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Official Review [Album]: "A KIND OF HUSH" (SP-4581)

Discussion in 'A Song For You: The Carpenters Forum' started by Chris May, Jul 1, 2013.


  1. ***** (BEST)

    5 vote(s)
  2. ****

    14 vote(s)
  3. ***

    38 vote(s)
  4. **

    8 vote(s)
  5. *

    1 vote(s)
  1. Brian

    Brian Well-Known Member

    It is true what Karen and Richard themselves said - that when they first broke with 'Close to You', hard rock was very popular. There was also quite a strong presence of blues-influenced music and soul at the time. You can see that it could be true that critics and factions of the public might have sort of resented them and groups like Bread for swinging things back around to a lighter sound. And with 'A Kind of Hush', their sound got lighter still, on the whole. It's a very light album, really.

    The other day, I was listening to the American Top 40 from around the time 'Close to You' hit number one. There was a lot of heavier rock in the charts at the time.

    I love a lot of the soul and harder-edged rock of the sixties and early 70s but I love the sound of The Carpenters, too. While I don't feel that 'A Kind of Hush' is anywhere near their finest hour, it does have a couple of stellar recordings on it, ('I Need to Be In Love' and 'One More Time'), and it's an album that I was very fond of when I was young.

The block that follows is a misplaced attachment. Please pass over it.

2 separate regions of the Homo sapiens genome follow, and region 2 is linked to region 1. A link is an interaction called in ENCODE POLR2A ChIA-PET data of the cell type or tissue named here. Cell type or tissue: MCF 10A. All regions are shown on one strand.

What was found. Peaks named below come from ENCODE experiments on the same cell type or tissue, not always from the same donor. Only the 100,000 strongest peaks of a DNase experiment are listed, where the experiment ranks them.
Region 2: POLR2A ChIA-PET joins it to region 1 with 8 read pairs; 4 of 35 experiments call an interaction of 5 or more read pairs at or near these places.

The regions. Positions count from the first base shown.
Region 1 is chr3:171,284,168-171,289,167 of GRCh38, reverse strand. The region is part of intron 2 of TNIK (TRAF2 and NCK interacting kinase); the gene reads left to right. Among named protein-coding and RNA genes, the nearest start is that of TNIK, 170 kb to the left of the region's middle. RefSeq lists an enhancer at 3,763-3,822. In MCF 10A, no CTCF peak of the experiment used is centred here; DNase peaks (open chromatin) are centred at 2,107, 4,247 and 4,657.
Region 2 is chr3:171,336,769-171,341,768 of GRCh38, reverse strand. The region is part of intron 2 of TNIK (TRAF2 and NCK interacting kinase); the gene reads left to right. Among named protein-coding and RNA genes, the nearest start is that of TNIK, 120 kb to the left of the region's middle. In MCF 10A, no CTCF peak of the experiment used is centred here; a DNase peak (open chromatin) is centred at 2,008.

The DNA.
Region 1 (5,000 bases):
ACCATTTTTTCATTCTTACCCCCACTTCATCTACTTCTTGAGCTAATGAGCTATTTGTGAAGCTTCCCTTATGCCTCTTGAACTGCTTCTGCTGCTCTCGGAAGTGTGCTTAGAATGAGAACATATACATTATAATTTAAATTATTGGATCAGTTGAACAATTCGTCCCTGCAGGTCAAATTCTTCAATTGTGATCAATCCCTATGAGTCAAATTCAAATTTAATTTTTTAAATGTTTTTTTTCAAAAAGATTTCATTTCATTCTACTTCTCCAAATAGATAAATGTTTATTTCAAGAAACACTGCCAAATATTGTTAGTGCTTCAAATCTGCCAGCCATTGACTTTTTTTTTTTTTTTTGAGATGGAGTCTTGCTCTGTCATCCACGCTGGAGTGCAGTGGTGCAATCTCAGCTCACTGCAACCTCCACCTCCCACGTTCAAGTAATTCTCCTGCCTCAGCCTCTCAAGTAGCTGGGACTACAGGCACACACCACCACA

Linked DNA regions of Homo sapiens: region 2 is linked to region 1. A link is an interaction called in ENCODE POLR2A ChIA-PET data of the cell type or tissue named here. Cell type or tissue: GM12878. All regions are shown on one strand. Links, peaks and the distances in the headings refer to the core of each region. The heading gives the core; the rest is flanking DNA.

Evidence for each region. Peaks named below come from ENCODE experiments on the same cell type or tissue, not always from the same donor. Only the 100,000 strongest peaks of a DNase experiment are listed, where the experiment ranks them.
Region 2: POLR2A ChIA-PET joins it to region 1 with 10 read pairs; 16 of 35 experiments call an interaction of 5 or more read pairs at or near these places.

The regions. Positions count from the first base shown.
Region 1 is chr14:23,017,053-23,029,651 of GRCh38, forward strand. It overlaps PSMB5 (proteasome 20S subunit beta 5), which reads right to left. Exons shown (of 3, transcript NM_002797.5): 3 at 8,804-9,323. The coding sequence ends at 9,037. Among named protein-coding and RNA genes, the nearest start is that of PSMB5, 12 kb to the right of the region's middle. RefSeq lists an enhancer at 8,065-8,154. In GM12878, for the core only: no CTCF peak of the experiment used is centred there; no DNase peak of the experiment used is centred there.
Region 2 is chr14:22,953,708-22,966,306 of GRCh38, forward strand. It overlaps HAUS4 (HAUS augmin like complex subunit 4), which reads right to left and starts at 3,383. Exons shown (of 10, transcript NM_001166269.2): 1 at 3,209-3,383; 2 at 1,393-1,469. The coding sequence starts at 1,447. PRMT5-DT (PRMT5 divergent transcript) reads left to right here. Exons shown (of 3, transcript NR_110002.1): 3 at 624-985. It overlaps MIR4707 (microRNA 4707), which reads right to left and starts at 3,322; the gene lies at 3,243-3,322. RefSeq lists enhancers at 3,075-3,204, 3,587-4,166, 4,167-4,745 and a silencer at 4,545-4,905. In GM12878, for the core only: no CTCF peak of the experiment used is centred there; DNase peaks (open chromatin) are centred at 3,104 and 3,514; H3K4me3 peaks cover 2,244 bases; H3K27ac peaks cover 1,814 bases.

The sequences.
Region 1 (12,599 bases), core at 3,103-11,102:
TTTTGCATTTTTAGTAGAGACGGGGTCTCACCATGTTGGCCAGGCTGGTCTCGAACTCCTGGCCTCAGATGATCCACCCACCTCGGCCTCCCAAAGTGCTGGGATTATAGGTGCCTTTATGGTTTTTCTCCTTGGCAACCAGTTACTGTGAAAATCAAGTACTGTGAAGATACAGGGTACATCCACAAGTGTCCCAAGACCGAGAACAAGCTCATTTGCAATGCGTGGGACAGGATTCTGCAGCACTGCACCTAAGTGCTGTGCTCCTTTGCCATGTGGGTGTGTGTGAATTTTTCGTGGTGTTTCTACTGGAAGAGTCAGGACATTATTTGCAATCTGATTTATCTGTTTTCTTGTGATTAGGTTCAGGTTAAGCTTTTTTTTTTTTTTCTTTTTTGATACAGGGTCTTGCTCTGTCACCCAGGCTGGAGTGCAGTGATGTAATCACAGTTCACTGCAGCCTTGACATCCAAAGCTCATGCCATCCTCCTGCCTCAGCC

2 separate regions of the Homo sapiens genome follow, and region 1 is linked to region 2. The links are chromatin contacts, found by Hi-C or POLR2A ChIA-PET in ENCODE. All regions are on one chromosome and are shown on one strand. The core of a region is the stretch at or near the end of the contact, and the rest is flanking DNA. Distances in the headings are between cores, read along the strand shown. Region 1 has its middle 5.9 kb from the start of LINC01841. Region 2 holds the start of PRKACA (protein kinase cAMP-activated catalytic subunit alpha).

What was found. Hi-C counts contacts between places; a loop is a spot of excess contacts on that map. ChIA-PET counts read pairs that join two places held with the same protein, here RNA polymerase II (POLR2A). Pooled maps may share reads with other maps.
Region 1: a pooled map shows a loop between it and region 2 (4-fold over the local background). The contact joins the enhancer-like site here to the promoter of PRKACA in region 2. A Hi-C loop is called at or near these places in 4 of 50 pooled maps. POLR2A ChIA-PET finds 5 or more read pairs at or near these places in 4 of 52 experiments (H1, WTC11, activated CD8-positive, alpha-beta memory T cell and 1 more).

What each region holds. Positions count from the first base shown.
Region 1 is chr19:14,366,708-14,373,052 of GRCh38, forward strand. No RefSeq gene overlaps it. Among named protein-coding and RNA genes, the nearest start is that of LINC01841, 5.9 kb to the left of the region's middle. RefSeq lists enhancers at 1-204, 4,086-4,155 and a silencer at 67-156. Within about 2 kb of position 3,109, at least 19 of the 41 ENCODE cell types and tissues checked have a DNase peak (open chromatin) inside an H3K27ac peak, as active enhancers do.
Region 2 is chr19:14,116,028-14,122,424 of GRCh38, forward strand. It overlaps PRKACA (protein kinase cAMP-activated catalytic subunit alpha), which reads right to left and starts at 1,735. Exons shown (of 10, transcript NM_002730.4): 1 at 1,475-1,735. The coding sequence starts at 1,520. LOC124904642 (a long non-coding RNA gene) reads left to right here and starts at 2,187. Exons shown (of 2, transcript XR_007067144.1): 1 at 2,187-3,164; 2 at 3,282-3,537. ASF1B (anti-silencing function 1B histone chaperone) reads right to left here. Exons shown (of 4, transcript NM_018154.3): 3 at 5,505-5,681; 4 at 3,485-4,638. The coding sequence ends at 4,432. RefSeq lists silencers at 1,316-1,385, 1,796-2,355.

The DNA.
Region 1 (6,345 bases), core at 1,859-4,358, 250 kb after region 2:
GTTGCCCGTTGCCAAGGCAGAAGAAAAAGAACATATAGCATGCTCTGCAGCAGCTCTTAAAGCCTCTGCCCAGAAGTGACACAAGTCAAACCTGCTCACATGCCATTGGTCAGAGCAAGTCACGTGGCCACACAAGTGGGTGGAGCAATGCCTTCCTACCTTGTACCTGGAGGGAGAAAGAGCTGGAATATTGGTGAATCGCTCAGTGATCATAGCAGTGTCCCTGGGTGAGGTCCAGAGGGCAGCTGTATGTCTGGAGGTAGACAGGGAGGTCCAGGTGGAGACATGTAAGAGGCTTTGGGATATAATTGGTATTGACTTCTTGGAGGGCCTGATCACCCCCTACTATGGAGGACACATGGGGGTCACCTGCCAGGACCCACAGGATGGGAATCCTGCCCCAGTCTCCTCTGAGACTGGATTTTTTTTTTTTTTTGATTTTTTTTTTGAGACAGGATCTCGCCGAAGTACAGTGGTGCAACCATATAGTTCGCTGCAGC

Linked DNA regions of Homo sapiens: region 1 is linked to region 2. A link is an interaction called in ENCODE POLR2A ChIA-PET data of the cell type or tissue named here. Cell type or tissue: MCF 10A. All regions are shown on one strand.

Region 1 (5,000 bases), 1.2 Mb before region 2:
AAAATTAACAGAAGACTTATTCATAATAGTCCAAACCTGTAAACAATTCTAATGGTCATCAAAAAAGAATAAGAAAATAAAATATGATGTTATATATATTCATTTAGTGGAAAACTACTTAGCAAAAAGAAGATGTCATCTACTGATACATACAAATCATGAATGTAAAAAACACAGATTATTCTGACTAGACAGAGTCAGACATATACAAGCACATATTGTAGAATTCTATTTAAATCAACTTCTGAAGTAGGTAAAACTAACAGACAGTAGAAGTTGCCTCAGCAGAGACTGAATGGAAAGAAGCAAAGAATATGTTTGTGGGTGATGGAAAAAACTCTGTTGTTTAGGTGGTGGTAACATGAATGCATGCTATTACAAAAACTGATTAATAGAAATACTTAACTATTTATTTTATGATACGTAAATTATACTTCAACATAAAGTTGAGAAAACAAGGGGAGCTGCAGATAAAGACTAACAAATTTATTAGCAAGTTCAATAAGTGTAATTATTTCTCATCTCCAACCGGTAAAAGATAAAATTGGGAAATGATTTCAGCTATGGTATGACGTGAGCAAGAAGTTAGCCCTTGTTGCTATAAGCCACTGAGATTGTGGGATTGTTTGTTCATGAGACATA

2. CraigGA

    CraigGA Well-Known Member

    I can certainly agree with your assessment. Critics kept trying to categorize them as Bubblegum and Sunshine, but they are outside that grouping. Some of their fans may have been fans of those groupings but their reflection touched on more serious venues. As Richard put it, they were just simply pop. As I see it, their music dabked in jazz and blues influences as well as classical features with a soft rock flair.
    Brian likes this.
  3. GaryAlan

    GaryAlan Well-Known Member

    I always think back to that year--1976--
    I recall the Single-45
    There's A Kind Of Hush sitting on the racks of the "hit bound" section at the store.
    Even then, I felt that the 45-Sleeve should have featured the duo's photograph--
    although, at my age then (14) I am not sure I knew they were siblings. Certainly I had
    no idea that Karen was a drummer and Richard a pianist.
    But, the point for me is that I loved that Single.
    But, also, I was not the demographic actually purchasing the records,
    or for whom dj's were spinning the song on the radio.
    Now, as an adult, I still love that single !
    But, again, I know now that it is technically a "remake."
    I still believe it is a very creative remake.